The Sacredness of Conscious Dying

The last challenge for me since my traumatic brain injury (TBI) last year has been to write – to capture a thought and actually be able to convert it into written words. This blog came, was “downloaded” and felt like my writings did pre-injury. I’d like to believe it has something to do with my feline companion, Ginger. Her gift to me. Gratitude.


A few years ago I was involved in an organization that came up with an entire list of line items of dos and don’ts in having and creating a sacred space. The notion is absurd. Indeed, I found it extremely offensive. One item on the list was no pets.

That was enraging to me, because my practice was in my home and my Healer Kitty was very much a part of each appointment. Some clients she greeted, left while in session and returned when we were done. She knew when to return and clean up the energetic debris. Other clients she literally had to touch them in their broken state. Some clients asked where she was when she didn’t say hello.

She was an important ingredient to the sacred healing process.

This new list, I knew, was one more “beginning of the end” in my involvement.

This week I had to say goodbye to my healer companion. She asked for assistance; I had a choice to make. Her regular veterinary care with a “big box” name? or a clinic very close so she didn’t have the additional discomfort of a longer drive? I had experienced the difference of a clinical environment with an alternative vet. Big difference. How did I want to do this? This was uncharted territory.

I chose to return to the clinical environment. Cost. Less. Distance. Farther. Her doctor could have closure too. Good. Her assistant asked to be there. Even better and quite impressive.

Our appointment was at 3.30 in the afternoon. Each minute held an eternity.

My daughter joined us. Ginger found me because of my child’s incessant request to look at cats 15+ years ago. Ginger chose us. And over time it was apparent she was my cat more than hers. But. Ginger was my daughter’s first kitty – this was difficult.

Ginger hated being in the car. She began crying as I backed out of the garage! This trip, in her very weakened state, she was quiet. I talked to her as usual. I’m turning. I’m slowing down. I’d grown accustomed to telling her what I was doing so she would know the sensations to expect.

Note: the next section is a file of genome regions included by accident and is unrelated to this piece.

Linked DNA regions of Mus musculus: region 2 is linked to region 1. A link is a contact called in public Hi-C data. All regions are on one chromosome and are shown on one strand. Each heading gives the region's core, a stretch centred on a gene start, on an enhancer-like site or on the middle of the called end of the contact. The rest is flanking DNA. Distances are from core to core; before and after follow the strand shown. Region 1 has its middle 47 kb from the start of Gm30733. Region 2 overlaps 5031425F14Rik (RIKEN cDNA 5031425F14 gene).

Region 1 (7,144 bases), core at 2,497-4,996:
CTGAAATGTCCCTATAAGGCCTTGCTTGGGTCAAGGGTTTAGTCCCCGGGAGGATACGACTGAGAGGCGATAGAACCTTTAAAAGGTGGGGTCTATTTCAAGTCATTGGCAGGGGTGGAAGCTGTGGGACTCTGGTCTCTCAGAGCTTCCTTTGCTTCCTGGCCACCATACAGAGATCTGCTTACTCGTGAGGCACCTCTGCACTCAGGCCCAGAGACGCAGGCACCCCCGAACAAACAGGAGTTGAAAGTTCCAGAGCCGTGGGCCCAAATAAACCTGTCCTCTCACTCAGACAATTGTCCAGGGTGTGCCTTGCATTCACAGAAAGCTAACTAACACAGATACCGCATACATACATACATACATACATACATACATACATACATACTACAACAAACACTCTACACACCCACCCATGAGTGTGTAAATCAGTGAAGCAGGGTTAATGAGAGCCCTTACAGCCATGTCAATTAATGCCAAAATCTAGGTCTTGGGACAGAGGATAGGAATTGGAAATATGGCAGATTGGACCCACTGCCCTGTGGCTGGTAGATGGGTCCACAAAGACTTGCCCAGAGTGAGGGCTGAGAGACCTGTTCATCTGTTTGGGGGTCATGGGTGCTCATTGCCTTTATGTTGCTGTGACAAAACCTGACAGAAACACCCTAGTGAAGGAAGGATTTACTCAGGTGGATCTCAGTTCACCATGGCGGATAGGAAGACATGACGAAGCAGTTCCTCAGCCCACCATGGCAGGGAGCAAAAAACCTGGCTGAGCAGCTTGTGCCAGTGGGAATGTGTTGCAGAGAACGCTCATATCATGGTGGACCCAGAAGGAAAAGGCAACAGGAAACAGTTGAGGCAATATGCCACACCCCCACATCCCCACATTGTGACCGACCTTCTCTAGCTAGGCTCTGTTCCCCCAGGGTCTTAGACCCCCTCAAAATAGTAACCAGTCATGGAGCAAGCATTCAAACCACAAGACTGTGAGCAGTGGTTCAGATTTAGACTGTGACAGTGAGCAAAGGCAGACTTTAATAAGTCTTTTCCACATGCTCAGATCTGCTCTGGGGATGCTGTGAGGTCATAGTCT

This drive, though, she was quiet. I’d even brought the carrier to her rather than carry her downstairs – being held was too uncomfortable. I told her One Last Time…. Everything was One Last Time. Tears.

As we turned from the street into the parking lot, she voiced her first meow. And then a second. And another. It was as if she had counted the turns and knew. Or perhaps she was inside my head listening to every thought, and in my body feeling my every emotion.

My daughter and I walked into the building with me carrying Ginger. There were two individuals at the counter I did not recognize, but one got up and got someone who knew me. We were ushered in a room that was all set up. I immediately felt the sacredness and love that had gone into making this florescent lit, ugly yellow room Holy.

I had wondered how I could or would possibly handle standing at that counter and paying them to bring my sweet kitty the peace she so needed. I never had to do that. I was brought water, and I was the boss. Anything we wanted or needed was just a request away.

This is holy.

This is sacred.

This is honor.

Sacredness is not created from someone else’s list of line items.

Sacredness is created from the heart, from doing the best you can with the tools you’ve got.

Ginger passed with Grace. Such Grace. She is now free from the physical body that held her spirit captive as it broke down around her.

Do not ever let anyone tell you what sacredness looks like. It comes from within. YOU know. And believe me, animals play a huge role in Sacred Space.

• ~ • ~ •

Lovingly dedicated to my feline teacher… Ms Ginger, the Queen, the Regal One. The lessons from the other side have already begun.

And to my daughter Elizabeth for doing the uncomfortable because sometimes stuff just isn’t about you. It’s about doing what’s good for the other – in this case a pussycat.

And to Dr. Angela Jung and her assistant Kory. Thank you for loving Ginger as if she was your own.